How California Became Uber’s Biggest Threat

Last week, we discussed how Uber settled a class action lawsuit in California over claims its drivers were employees and not independent contractors. It appears two more lawsuits have been filed against the ridesharing company for the exact same reason, only this time in Florida and Illinois.

Due to Uber settling, California drivers who were not part of the settlement could still file additional lawsuits. With two new lawsuits filed in other states, this possibility could become a reality.

Uber settled for $100 million because it did not want the class action lawsuit against it to go to trial, where it may have been held liable for over $800 million in damages. In fact, Uber settled for about 12 percent of what it may owe drivers. If a federal judge rejects the settlement, Uber may still be on the hook for the remaining amount, as the case would go to trial.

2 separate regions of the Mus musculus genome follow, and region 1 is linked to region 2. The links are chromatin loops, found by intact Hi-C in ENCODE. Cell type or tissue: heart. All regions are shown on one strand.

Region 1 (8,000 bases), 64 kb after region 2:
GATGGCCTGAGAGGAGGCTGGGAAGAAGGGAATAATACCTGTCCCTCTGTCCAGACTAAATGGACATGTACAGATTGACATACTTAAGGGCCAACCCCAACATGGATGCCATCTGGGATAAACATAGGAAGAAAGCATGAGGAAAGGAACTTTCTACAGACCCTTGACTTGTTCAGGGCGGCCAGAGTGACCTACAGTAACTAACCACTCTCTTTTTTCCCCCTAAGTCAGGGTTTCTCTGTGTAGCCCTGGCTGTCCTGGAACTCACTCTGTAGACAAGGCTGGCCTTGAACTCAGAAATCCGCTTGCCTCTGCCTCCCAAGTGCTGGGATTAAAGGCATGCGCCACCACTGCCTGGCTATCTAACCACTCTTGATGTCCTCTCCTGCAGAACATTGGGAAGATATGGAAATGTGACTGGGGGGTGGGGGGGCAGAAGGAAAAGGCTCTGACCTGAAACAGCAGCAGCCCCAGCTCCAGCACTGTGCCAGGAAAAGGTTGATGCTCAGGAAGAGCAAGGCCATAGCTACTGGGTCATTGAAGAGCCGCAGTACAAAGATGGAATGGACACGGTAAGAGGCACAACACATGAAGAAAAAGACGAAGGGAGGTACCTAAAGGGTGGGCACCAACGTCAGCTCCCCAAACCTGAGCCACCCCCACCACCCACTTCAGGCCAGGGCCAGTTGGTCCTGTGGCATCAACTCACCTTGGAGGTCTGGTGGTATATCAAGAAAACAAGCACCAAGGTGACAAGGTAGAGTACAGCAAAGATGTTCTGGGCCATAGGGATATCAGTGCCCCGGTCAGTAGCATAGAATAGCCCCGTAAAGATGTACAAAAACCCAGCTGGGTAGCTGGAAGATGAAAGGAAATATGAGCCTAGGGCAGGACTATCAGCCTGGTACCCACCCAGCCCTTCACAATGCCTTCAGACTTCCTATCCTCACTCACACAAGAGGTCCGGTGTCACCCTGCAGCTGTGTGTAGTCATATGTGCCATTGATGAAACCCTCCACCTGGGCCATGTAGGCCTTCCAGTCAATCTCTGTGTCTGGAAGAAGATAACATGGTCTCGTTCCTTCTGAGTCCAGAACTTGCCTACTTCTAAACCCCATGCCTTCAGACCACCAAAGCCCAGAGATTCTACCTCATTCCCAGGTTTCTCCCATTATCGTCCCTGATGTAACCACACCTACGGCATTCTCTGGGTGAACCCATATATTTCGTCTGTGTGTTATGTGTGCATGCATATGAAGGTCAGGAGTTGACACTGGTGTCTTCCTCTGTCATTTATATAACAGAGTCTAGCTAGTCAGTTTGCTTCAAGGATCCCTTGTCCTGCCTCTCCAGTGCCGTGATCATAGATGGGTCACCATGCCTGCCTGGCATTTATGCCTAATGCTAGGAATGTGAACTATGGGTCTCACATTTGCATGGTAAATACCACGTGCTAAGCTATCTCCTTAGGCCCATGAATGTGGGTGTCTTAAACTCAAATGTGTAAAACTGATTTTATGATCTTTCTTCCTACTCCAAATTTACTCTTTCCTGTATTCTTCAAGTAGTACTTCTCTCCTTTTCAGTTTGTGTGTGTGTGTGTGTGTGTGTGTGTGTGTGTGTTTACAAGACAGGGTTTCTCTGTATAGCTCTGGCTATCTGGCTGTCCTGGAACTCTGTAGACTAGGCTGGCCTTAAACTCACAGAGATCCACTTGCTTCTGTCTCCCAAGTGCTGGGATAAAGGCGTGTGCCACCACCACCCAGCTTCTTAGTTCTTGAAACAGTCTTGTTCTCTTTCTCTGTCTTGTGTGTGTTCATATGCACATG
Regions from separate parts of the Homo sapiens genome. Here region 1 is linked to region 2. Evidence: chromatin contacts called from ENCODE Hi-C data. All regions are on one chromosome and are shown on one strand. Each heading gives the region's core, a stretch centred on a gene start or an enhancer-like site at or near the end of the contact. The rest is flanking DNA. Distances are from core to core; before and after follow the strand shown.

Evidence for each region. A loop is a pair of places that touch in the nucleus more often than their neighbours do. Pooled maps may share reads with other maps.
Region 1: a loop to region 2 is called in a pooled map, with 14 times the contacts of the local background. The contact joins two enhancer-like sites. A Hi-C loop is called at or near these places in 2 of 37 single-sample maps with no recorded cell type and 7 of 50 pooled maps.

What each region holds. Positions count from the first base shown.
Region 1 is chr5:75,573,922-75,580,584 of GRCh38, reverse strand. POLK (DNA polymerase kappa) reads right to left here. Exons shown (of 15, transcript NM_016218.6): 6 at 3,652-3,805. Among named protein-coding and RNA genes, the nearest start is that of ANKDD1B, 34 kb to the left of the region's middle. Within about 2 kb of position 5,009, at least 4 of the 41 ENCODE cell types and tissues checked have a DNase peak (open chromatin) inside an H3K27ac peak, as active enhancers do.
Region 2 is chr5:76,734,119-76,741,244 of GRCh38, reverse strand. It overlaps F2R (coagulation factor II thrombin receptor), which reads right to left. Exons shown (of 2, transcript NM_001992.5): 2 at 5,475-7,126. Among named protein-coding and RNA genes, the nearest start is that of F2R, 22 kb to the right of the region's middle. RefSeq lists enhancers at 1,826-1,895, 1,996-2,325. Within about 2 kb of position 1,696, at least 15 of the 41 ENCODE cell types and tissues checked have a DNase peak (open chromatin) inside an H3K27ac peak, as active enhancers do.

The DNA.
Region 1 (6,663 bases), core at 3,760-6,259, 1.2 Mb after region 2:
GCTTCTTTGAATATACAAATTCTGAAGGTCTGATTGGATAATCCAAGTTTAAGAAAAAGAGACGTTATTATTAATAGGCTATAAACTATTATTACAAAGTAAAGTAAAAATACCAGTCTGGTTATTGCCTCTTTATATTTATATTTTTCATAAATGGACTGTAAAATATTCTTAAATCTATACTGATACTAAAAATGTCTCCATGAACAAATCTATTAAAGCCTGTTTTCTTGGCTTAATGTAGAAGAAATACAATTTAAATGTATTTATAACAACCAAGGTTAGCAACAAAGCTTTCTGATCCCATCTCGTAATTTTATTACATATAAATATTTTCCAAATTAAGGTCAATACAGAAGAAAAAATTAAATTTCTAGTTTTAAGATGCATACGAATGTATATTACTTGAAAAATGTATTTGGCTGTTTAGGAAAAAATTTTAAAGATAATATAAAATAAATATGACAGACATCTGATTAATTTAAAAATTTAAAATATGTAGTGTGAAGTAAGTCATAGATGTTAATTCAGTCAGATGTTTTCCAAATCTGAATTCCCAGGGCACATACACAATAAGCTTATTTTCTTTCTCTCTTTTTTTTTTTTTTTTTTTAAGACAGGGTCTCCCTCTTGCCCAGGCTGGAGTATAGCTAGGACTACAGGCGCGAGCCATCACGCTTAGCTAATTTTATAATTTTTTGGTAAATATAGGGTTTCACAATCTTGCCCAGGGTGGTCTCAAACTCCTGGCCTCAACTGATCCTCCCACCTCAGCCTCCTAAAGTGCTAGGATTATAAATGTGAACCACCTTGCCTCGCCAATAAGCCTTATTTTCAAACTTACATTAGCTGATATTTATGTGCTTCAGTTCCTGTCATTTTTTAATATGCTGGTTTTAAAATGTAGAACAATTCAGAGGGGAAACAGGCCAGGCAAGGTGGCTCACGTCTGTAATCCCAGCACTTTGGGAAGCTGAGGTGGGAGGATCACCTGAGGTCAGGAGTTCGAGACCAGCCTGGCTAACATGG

What is at stake for Uber if this class action lawsuit goes to trial? The recently settled lawsuit claimed Uber mislabeled drivers as independent contractors. If the allegations against Uber go to trial, it may owe drivers unpaid overtime, work-related expenses such as gasoline and car repairs, and unemployment benefits for terminated drivers.

Will California Courts Reject Uber’s Settlement?

Lyft attempted to settle with its drivers for $12.25 million, but a federal judge rejected the settlement, as it only accounted for 9 percent of the potential damages. Uber may face a similar fate, but only time will tell.

In many ways, California courts have become a major obstacle for Uber, a company valued at over $50 billion. If Uber’s settlement is rejected and the case goes to trial, it could be on the hook for hundreds of millions of dollars and forced to rethink its business model.

The Los Angeles labor law attorneys at Kesluk, Silverstein, Jacob & Morrison, P.C. can help workers recover unpaid wages.

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